Welcome to your electrical engineering career. An apprenticeship is not a destination; it is a gateway to a range of exciting opportunities in a fast-evolving industry.

Apprentice electricians starting today will eventually work with technologies that have not even been thought of yet, let alone invented.

As a qualified electrician you will be keeping the economy moving because nothing happens without electricity. Electricians commission and maintain electrical systems in homes, commercial buildings, factories, processing plants, and in a range of growth sectors of agriculture, marine and aerospace industries.

There are a wide range of opportunities for you when you complete your apprenticeship including owning your own business or specialising in particular areas – the sky is the limit.

Etco can help you get into an apprenticeship in two ways:

  • You can apply for employment with us as an Etco apprentice and we will support you in all aspects of your apprenticeship and your personal journey.
  • We can help you find employment as an apprentice with an independent employer. If you choose this path, you can still come to Etco for your night classes and block course training, and we will visit you and support your on-job learning.

Read the Etco Trainee Handbook. 

Etco Get An Apprenticeship About the Qualification

About the qualification

The qualification you will be enrolling in is the NZ Certificate in Electrical Engineering Theory and Practice (Trade) (Level 4).

Entry requirements:

Qualification Details

Etco Become and Apprentice Career Pathways

Spark your career.

There are many career options after you finish an electrical apprenticeship. Here’s a taste of what direction your career could go in.

Engineering: Electricians have a head start in the field of engineering, where they design and implement the electrical wiring of projects.

Solar and Wind Energy Specialists: Alternative energy is in higher demand both commercially and domestically.

Inspectors: Simply put, inspectors check the work done by electricians. People often choose to train in inspection when considering foreman and management roles.

PLC / HMI: Electricians with a knack for development often choose further training in PLC Programming and HMI integration. This technology automates a huge variety of operations in all sectors.

Automated tracking systems / IoT: Part of the magic of automation is the work of the electrician!

EVs: Electric vehicles are here to stay! Specialising in EV technology now involves installing charging stations to keep up with demand, and more fascinating innovation is in development.

Project Management: Like to take control of the big picture? You could be supplying energy to housing estates, businesses and urban infrastructure, or working on renewable energy projects such as solar, wind or wave farms, or gas plants.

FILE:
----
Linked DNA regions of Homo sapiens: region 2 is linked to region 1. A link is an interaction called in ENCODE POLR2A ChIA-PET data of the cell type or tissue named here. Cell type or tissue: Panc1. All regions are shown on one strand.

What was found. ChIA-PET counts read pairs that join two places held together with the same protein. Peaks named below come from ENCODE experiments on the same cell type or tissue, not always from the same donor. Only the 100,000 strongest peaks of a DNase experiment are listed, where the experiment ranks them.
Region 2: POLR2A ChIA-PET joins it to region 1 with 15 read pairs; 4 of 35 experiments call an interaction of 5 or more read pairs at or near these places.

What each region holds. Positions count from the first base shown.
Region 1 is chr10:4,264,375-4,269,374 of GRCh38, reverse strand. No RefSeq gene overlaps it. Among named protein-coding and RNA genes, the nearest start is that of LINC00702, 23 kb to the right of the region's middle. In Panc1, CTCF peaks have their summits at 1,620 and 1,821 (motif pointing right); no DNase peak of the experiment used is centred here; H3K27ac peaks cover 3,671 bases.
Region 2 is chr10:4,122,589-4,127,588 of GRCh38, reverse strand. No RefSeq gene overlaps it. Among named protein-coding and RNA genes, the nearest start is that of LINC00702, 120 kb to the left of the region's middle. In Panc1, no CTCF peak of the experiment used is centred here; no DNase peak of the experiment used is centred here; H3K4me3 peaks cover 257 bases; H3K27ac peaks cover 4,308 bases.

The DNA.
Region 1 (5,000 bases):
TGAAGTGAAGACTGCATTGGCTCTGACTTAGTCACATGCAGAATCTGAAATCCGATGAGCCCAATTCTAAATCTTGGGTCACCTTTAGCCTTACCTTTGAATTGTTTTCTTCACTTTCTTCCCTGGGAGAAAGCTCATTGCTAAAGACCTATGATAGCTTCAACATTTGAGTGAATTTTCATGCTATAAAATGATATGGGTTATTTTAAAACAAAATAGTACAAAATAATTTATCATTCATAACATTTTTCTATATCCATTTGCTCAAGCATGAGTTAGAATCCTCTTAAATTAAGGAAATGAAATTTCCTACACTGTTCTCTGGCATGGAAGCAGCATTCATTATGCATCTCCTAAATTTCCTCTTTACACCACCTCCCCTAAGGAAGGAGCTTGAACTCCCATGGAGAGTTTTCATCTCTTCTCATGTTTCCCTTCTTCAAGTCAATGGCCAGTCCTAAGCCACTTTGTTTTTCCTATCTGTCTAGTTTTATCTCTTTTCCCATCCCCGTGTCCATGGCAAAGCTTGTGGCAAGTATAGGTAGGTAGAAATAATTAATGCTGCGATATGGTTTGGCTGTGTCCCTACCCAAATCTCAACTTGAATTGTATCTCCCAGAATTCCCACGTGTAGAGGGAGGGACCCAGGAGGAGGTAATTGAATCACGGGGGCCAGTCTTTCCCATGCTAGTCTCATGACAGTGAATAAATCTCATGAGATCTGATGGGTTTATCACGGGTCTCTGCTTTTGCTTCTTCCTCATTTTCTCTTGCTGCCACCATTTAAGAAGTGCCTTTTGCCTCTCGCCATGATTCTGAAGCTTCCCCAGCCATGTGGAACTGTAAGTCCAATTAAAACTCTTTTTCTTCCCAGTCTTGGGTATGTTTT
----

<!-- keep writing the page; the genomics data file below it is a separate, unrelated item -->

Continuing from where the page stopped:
Marine Electricians: A marine electrician installs and takes care of electrical equipment and systems on board ships, boats and maybe the odd super yacht. They often handle emergency repairs on ships in port, in dry dock, and out at sea – a nice option if you like the outdoors!

Line Mechanic: There are several essential line mechanic roles needed in the industry. Work involves installing and maintaining low or high voltage power lines, joining cables, repairing distribution networks and more.

Estimator: Electricians (not just engineers) make great electrical estimators because they can analyse blueprints to determine the electrical needs of a project and provide solutions for keeping the project on time and on budget.

Business Ownership: Joining an established electrical business can pay dividends down the line. If you can prove you’re a valuable worker, you may end up as a shareholder. Other sparkies set up their own business too, taking on courses and classes to upskill.

Teaching and Tutoring: Educating the next generation of electricians is crucial to keeping the industry humming. Teaching can be very flexible and is especially rewarding for those that love to share knowledge and success.

Electrical Suppliers: With the knowledge and hands-on expertise, apprentice graduates make excellent employees for electrical suppliers. Roles may include Technical Sales Representatives, Purchasing Officers and Branch Managers.


Etco Become An Apprentice Fees Information

Fee Information

As an apprentice, you earn while you learn and won’t end up with a student loan! Since the New Zealand government is behind getting people into trades, they help subsidise training.

If you are a first-time tertiary learner, you may be able to get up to $12,000 of your fees covered for one year’s study or two years’ training. If you are eligible, we’ll organise payment with the Tertiary Education Commission.

Check if you are eligible by visiting

This apprenticeship doesn’t have a fixed cost because it is based on competency.  You will finish your apprenticeship when you complete both on-job and off-job components, are deemed competent by your assessor, and when Etco receives confirmation from NZQA you have completed your apprenticeship. Because of this the cost is worked out per week and covers all your training.

Fees Free Information

  • Etco Employed Apprentices – Etco will cover the cost of all training.
  • Directly Employed Apprentices Training With Etco- If you are not eligible for Fees Free, you are required to pay $57.20 per week, which is by direct debit.

Please note: Etco strives to ensure that the information provided on this website is up-to-date and accurate.  Please note the information provided, including information on fees and courses, is regularly reviewed, and no warranty or representation is given about the ongoing accuracy of such information. All fees may change without notice. Etco does not accept liability for any damage or losses that occur directly or indirectly from you relying on the information on this website.